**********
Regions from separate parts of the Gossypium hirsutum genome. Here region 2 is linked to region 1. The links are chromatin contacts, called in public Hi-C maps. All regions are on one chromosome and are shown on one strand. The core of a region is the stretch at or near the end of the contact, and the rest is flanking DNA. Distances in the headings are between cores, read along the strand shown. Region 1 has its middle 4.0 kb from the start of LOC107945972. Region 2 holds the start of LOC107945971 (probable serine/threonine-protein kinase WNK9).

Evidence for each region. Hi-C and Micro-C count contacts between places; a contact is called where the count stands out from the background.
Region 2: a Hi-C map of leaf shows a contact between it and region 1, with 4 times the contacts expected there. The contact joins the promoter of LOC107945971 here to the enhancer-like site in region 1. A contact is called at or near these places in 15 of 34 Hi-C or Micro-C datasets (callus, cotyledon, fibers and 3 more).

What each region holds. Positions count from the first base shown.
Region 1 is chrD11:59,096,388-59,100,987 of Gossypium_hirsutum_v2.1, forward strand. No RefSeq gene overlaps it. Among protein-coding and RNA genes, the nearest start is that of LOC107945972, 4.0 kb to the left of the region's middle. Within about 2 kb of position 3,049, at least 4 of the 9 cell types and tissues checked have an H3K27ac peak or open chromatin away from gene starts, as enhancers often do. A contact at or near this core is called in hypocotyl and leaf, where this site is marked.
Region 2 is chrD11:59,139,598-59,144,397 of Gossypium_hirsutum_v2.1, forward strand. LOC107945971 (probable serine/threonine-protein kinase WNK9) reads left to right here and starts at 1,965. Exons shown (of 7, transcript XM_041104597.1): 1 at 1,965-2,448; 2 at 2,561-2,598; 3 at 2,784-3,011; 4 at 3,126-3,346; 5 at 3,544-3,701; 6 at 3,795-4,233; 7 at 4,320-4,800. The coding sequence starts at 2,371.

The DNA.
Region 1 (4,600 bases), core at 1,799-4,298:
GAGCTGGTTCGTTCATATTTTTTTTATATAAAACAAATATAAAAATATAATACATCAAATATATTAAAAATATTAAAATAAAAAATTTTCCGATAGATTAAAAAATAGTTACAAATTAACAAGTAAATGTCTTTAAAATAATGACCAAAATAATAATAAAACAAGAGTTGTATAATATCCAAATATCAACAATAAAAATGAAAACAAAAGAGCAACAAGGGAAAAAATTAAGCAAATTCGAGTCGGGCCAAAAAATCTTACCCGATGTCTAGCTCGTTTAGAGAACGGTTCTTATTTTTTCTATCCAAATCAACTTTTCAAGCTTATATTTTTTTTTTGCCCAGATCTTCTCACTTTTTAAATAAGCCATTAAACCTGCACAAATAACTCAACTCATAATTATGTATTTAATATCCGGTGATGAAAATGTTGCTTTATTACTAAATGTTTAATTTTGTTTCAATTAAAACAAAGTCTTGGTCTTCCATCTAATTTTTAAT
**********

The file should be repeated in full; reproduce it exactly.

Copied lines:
Regions from separate parts of the Gossypium hirsutum genome. Here region 2 is linked to region 1. The links are chromatin contacts, called in public Hi-C maps. All regions are on one chromosome and are shown on one strand. The core of a region is the stretch at or near the end of the contact, and the rest is flanking DNA. Distances in the headings are between cores, read along the strand shown. Region 1 has its middle 4.0 kb from the start of LOC107945972. Region 2 holds the start of LOC107945971 (probable serine/threonine-protein kinase WNK9).

Evidence for each region. Hi-C and Micro-C count contacts between places; a contact is called where the count stands out from the background.
Region 2: a Hi-C map of leaf shows a contact between it and region 1, with 4 times the contacts expected there. The contact joins the promoter of LOC107945971 here to the enhancer-like site in region 1. A contact is called at or near these places in 15 of 34 Hi-C or Micro-C datasets (callus, cotyledon, fibers and 3 more).

What each region holds. Positions count from the first base shown.
Region 1 is chrD11:59,096,388-59,100,987 of Gossypium_hirsutum_v2.1, forward strand. No RefSeq gene overlaps it. Among protein-coding and RNA genes, the nearest start is that of LOC107945972, 4.0 kb to the left of the region's middle. Within about 2 kb of position 3,049, at least 4 of the 9 cell types and tissues checked have an H3K27ac peak or open chromatin away from gene starts, as enhancers often do. A contact at or near this core is called in hypocotyl and leaf, where this site is marked.
Region 2 is chrD11:59,139,598-59,144,397 of Gossypium_hirsutum_v2.1, forward strand. LOC107945971 (probable serine/threonine-protein kinase WNK9) reads left to right here and starts at 1,965. Exons shown (of 7, transcript XM_041104597.1): 1 at 1,965-2,448; 2 at 2,561-2,598; 3 at 2,784-3,011; 4 at 3,126-3,346; 5 at 3,544-3,701; 6 at 3,795-4,233; 7 at 4,320-4,800. The coding sequence starts at 2,371.

The DNA.
Region 1 (4,600 bases), core at 1,799-4,298:
GAGCTGGTTCGTTCATATTTTTTTTATATAAAACAAATATAAAAATATAATACATCAAATATATTAAAAATATTAAAATAAAAAATTTTCCGATAGATTAAAAAATAGTTACAAATTAACAAGTAAATGTCTTTAAAATAATGACCAAAATAATAATAAAACAAGAGTTGTATAATATCCAAATATCAACAATAAAAATGAAAACAAAAGAGCAACAAGGGAAAAAATTAAGCAAATTCGAGTCGGGCCAAAAAATCTTACCCGATGTCTAGCTCGTTTAGAGAACGGTTCTTATTTTTTCTATCCAAATCAACTTTTCAAGCTTATATTTTTTTTTTGCCCAGATCTTCTCACTTTTTAAATAAGCCATTAAACCTGCACAAATAACTCAACTCATAATTATGTATTTAATATCCGGTGATGAAAATGTTGCTTTATTACTAAATGTTTAATTTTGTTTCAATTAAAACAAAGTCTTGGTCTTCCATCTAATTTTTAAT